There's also stuff going on with Na-mi's teenage daughter Yae-bin (Ha Seung-ri) in the present and 1985 subplots involving a boy Na-mi has a crush on and a similarly composed group of girls from another school. It's a busy movie that splits its time roughly equally between 1985 and 2010, throwing a lot of period pop - both western and Korean - onto the soundtrack. Plenty of garish 1980s fashions make it on-screen too, making the flashback scenes especially colorful, especially when you consider that the girls aren't wearing school uniforms like Yae-bin and her classmates. That's likely a pretty deliberate sop to nostalgia; kids then were colorful and individual even when buying the same brands, while the next generation are missing that sort of variety.

Full review at EFC.

Despite the Gods

* * * (out of four)
Seen 6 August 2012 in Concordia University Cinema de Seve (Fantasia 2012 Documentaries From the Edge, HD)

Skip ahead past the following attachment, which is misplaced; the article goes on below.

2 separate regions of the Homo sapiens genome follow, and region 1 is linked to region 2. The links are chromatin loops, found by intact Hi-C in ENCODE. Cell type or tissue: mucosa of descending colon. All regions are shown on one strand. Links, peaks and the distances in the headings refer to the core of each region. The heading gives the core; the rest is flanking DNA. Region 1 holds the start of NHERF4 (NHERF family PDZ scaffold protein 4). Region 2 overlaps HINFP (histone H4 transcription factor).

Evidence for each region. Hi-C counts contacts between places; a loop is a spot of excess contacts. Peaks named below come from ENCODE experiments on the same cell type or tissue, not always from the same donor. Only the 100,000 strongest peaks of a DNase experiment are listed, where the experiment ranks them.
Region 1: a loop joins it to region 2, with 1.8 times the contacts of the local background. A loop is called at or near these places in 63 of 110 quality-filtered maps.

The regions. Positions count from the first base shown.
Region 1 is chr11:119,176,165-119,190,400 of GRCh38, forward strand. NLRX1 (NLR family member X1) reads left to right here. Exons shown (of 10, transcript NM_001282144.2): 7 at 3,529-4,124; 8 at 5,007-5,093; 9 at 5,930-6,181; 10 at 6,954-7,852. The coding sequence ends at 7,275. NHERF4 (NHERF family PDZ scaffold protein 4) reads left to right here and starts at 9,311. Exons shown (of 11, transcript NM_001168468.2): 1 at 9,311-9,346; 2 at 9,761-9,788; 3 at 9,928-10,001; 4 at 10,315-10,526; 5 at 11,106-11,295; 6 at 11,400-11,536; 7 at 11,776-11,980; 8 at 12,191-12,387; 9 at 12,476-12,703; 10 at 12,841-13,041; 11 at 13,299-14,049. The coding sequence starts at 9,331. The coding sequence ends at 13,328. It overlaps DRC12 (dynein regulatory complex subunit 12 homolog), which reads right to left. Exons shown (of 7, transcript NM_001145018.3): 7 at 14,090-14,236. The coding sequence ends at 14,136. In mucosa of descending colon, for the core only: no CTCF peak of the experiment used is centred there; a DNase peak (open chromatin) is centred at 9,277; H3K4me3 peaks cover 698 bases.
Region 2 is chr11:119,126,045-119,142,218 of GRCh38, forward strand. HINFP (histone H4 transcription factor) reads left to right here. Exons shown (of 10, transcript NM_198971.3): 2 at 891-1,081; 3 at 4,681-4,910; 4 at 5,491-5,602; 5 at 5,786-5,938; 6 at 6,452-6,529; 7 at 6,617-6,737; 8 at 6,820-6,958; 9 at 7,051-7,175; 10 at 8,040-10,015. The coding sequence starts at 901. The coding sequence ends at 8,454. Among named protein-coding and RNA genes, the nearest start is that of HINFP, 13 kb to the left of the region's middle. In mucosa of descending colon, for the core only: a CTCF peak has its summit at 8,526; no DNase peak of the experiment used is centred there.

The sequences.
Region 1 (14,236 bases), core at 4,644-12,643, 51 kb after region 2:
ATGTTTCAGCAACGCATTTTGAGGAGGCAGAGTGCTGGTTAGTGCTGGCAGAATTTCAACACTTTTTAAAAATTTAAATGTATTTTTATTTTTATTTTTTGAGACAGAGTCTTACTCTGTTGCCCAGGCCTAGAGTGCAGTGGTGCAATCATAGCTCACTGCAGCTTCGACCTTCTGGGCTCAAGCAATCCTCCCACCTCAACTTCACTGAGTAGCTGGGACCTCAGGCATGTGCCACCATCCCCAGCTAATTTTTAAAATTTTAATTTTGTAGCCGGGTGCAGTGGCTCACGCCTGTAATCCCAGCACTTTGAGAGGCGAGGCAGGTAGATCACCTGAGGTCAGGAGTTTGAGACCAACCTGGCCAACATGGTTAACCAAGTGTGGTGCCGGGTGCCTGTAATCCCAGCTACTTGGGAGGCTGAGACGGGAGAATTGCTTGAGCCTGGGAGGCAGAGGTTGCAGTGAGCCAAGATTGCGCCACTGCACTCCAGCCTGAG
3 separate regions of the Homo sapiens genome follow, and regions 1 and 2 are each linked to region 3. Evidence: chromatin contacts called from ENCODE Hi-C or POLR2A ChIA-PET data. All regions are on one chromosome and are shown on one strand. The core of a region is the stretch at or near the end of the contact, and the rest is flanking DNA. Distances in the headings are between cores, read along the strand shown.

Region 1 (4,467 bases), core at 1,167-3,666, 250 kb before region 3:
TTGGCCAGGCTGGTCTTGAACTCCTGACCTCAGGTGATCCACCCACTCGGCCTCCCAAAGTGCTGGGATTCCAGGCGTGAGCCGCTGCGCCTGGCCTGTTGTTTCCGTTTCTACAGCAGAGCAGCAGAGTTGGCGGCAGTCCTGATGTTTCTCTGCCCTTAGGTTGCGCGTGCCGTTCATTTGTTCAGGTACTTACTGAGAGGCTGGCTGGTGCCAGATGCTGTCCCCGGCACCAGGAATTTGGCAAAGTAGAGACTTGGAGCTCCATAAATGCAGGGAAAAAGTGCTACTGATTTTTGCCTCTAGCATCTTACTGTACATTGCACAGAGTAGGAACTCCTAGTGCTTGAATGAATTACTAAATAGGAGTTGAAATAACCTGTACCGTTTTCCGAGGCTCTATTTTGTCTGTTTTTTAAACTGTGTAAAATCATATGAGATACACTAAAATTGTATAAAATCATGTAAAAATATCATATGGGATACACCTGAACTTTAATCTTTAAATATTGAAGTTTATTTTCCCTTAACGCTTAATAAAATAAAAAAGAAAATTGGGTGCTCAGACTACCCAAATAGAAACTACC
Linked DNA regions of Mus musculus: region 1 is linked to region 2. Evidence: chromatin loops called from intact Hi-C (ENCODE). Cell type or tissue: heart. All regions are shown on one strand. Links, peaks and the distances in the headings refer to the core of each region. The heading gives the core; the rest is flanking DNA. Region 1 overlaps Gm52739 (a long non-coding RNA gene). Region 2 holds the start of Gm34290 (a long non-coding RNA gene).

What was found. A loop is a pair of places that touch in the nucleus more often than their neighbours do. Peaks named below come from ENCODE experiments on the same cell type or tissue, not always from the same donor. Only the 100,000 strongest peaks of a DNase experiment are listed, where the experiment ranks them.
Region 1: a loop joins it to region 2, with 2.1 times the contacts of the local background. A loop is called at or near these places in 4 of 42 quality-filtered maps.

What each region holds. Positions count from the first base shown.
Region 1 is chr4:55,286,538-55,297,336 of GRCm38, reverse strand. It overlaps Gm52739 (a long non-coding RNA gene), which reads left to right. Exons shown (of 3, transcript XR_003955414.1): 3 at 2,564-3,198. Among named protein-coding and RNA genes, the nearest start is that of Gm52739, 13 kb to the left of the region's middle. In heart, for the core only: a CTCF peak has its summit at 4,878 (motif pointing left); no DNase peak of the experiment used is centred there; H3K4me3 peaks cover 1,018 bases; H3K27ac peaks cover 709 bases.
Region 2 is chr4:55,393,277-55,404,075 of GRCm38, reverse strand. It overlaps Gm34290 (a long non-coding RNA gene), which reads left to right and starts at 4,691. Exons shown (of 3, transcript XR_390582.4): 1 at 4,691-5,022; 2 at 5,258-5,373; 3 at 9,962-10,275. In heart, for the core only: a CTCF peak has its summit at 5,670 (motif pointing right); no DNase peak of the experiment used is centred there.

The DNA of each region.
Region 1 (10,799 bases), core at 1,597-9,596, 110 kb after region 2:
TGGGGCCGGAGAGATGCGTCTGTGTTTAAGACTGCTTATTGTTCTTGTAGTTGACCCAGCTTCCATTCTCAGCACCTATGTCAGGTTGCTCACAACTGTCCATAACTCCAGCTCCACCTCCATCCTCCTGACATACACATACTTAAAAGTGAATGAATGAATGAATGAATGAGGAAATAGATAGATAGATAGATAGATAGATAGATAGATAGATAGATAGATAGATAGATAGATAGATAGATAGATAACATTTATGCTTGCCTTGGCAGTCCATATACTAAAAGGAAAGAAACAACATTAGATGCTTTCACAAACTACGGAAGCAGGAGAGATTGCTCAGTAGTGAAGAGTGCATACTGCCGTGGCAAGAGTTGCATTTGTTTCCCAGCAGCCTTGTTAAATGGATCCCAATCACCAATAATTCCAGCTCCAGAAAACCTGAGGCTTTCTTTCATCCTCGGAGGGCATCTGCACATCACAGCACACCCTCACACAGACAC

It takes a special kind of movie for a "making-of" piece to morph into really interesting documentaries, and it certainly appears that Hisss was that sort of movie. It was always going to be odd but had the sort of calamitous production that leads to plain disaster.

The interesting thing about Despite the Gods is that it doesn't necessarily feel calamitous, but rather more like something that just got stretched out for no definitive reason until so much had been invested in it that it could neither stop nor possibly be a commercial success. Director Jennifer Lynch mostly seems to get along with her cast and crew until right up to the end, even if she does clash with producer Govind Menon. They're a pair of strong personalities, with Lynch often appearing more tortured because of her being out of her natural element.

Director Penny Vozniak does a nice job of putting the movie together, and it's a good look at making a movie in general as opposed to making one which went awry.

Full review at EFC.

Leobeu Pikseon (Love Fiction)

* * (out of four)
Seen 6 August 2012 in Concordia University Theatre Hall (Fantasia 2012, HD)

A romantic comedy that never quite gels, despite a pair of fairly likable leads and Jeon Kye-soo's script having a quirky, individual voice. The trouble is that said voice is often using unusual words to say the same old thing: Guy meets girl, they fall in love despite their own baggage, guy selfishly does something she has specifically asked him not to do, and then must try to pick up the pieces.